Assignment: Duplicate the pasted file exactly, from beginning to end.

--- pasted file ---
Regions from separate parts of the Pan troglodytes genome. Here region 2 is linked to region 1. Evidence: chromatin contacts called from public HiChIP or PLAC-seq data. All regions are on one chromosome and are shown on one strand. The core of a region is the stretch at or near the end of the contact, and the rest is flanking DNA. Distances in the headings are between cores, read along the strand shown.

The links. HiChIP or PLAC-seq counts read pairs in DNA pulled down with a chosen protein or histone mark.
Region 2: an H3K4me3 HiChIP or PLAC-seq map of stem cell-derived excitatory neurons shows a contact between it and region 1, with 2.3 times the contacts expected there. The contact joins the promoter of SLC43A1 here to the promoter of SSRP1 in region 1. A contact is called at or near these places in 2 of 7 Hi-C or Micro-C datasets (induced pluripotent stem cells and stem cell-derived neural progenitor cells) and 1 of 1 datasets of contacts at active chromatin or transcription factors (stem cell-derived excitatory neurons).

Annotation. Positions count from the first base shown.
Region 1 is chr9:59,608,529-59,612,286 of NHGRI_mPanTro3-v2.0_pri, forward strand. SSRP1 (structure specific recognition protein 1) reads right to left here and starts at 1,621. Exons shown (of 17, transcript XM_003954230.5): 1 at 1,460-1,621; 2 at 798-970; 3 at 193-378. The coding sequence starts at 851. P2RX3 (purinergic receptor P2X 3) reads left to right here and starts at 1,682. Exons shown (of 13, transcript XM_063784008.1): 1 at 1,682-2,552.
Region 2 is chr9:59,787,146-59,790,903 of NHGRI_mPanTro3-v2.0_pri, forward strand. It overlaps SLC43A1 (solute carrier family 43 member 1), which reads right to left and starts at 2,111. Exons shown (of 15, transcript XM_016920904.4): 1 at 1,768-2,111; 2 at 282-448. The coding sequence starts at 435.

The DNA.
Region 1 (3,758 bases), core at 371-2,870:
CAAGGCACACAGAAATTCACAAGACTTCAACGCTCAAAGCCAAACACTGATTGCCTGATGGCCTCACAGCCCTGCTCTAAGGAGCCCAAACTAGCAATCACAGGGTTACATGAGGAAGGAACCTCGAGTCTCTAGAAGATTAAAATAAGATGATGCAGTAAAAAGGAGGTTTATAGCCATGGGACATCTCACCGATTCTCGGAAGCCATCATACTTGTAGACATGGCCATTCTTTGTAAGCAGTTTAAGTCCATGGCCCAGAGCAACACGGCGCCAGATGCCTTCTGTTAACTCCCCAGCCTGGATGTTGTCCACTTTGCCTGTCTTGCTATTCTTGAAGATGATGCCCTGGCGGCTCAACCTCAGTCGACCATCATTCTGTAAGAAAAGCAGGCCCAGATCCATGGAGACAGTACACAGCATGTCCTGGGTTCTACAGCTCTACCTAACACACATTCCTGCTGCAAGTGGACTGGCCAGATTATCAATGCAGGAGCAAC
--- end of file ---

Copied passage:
Regions from separate parts of the Pan troglodytes genome. Here region 2 is linked to region 1. Evidence: chromatin contacts called from public HiChIP or PLAC-seq data. All regions are on one chromosome and are shown on one strand. The core of a region is the stretch at or near the end of the contact, and the rest is flanking DNA. Distances in the headings are between cores, read along the strand shown.

The links. HiChIP or PLAC-seq counts read pairs in DNA pulled down with a chosen protein or histone mark.
Region 2: an H3K4me3 HiChIP or PLAC-seq map of stem cell-derived excitatory neurons shows a contact between it and region 1, with 2.3 times the contacts expected there. The contact joins the promoter of SLC43A1 here to the promoter of SSRP1 in region 1. A contact is called at or near these places in 2 of 7 Hi-C or Micro-C datasets (induced pluripotent stem cells and stem cell-derived neural progenitor cells) and 1 of 1 datasets of contacts at active chromatin or transcription factors (stem cell-derived excitatory neurons).

Annotation. Positions count from the first base shown.
Region 1 is chr9:59,608,529-59,612,286 of NHGRI_mPanTro3-v2.0_pri, forward strand. SSRP1 (structure specific recognition protein 1) reads right to left here and starts at 1,621. Exons shown (of 17, transcript XM_003954230.5): 1 at 1,460-1,621; 2 at 798-970; 3 at 193-378. The coding sequence starts at 851. P2RX3 (purinergic receptor P2X 3) reads left to right here and starts at 1,682. Exons shown (of 13, transcript XM_063784008.1): 1 at 1,682-2,552.
Region 2 is chr9:59,787,146-59,790,903 of NHGRI_mPanTro3-v2.0_pri, forward strand. It overlaps SLC43A1 (solute carrier family 43 member 1), which reads right to left and starts at 2,111. Exons shown (of 15, transcript XM_016920904.4): 1 at 1,768-2,111; 2 at 282-448. The coding sequence starts at 435.

The DNA.
Region 1 (3,758 bases), core at 371-2,870:
CAAGGCACACAGAAATTCACAAGACTTCAACGCTCAAAGCCAAACACTGATTGCCTGATGGCCTCACAGCCCTGCTCTAAGGAGCCCAAACTAGCAATCACAGGGTTACATGAGGAAGGAACCTCGAGTCTCTAGAAGATTAAAATAAGATGATGCAGTAAAAAGGAGGTTTATAGCCATGGGACATCTCACCGATTCTCGGAAGCCATCATACTTGTAGACATGGCCATTCTTTGTAAGCAGTTTAAGTCCATGGCCCAGAGCAACACGGCGCCAGATGCCTTCTGTTAACTCCCCAGCCTGGATGTTGTCCACTTTGCCTGTCTTGCTATTCTTGAAGATGATGCCCTGGCGGCTCAACCTCAGTCGACCATCATTCTGTAAGAAAAGCAGGCCCAGATCCATGGAGACAGTACACAGCATGTCCTGGGTTCTACAGCTCTACCTAACACACATTCCTGCTGCAAGTGGACTGGCCAGATTATCAATGCAGGAGCAAC